Ruth Christoe Friday, June 15, 1923

Friday, June 15, 1923

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Ruth Christoe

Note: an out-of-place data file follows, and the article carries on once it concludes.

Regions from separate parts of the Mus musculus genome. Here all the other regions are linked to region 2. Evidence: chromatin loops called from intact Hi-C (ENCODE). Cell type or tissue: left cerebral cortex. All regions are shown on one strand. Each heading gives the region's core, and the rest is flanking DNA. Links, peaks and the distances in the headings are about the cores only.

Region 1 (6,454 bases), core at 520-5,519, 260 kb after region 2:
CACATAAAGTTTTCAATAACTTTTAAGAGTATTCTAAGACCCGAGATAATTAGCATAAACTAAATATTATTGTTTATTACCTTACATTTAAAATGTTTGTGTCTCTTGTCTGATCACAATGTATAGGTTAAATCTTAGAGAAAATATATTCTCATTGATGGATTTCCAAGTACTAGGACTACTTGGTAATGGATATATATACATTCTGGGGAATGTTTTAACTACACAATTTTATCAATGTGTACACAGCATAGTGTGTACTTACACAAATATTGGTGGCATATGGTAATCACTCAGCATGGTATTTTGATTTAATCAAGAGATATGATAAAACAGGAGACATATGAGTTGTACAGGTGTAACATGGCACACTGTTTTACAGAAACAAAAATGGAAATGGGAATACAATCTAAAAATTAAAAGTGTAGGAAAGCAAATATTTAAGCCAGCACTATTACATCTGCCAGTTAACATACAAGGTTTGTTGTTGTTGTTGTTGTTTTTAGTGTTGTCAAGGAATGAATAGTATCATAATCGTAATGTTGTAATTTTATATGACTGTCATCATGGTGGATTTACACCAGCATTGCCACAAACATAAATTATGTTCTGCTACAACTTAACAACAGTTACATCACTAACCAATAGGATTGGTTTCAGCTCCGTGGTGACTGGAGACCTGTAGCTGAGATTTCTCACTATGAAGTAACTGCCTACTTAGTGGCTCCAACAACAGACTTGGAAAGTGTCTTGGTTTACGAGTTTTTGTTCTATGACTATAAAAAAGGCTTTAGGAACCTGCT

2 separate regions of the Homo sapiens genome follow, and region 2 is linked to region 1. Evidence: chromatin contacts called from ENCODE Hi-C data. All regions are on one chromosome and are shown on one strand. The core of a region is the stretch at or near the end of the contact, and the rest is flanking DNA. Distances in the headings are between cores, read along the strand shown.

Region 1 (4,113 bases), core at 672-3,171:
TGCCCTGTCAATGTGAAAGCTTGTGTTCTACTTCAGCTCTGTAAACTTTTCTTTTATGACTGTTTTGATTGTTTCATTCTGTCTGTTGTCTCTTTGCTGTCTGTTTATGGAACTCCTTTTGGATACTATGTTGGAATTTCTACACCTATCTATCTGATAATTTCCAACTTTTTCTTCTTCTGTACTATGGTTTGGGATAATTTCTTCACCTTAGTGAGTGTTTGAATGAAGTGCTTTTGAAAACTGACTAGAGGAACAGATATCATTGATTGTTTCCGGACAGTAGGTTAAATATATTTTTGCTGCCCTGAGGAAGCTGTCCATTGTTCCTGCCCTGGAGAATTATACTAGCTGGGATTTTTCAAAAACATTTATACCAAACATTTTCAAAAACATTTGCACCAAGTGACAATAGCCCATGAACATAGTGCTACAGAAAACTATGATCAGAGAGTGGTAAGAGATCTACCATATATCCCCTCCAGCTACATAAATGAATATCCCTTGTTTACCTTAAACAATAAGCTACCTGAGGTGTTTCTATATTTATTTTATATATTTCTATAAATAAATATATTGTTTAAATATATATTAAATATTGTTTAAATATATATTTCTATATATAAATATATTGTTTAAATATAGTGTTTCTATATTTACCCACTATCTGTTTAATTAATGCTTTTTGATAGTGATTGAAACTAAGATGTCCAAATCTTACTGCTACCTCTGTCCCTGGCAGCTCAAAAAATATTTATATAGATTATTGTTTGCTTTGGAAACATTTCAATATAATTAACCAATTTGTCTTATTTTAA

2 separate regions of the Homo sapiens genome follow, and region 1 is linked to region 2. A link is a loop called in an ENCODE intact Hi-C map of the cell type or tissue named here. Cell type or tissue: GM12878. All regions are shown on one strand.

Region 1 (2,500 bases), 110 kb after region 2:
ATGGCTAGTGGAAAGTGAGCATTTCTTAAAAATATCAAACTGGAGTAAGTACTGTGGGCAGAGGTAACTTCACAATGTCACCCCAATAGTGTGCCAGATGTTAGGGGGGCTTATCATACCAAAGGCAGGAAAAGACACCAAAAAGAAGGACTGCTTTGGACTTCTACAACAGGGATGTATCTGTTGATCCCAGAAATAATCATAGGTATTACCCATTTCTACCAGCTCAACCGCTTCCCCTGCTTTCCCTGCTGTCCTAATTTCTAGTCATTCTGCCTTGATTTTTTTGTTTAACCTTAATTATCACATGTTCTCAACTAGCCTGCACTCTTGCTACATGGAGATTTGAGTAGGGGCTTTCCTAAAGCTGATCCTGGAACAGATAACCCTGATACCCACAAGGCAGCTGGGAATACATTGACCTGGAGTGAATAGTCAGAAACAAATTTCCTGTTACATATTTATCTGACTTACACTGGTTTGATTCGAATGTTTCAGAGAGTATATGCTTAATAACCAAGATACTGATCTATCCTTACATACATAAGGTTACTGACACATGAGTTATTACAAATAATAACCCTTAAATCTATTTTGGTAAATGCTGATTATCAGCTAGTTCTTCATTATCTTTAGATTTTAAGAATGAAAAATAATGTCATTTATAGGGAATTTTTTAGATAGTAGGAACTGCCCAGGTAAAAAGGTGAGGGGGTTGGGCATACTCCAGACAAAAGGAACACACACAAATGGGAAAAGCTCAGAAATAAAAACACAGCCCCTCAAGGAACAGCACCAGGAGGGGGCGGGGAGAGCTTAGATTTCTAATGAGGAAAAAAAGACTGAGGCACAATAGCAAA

Friday, June 15, 1923 - destructive of Scotland well certain wart,...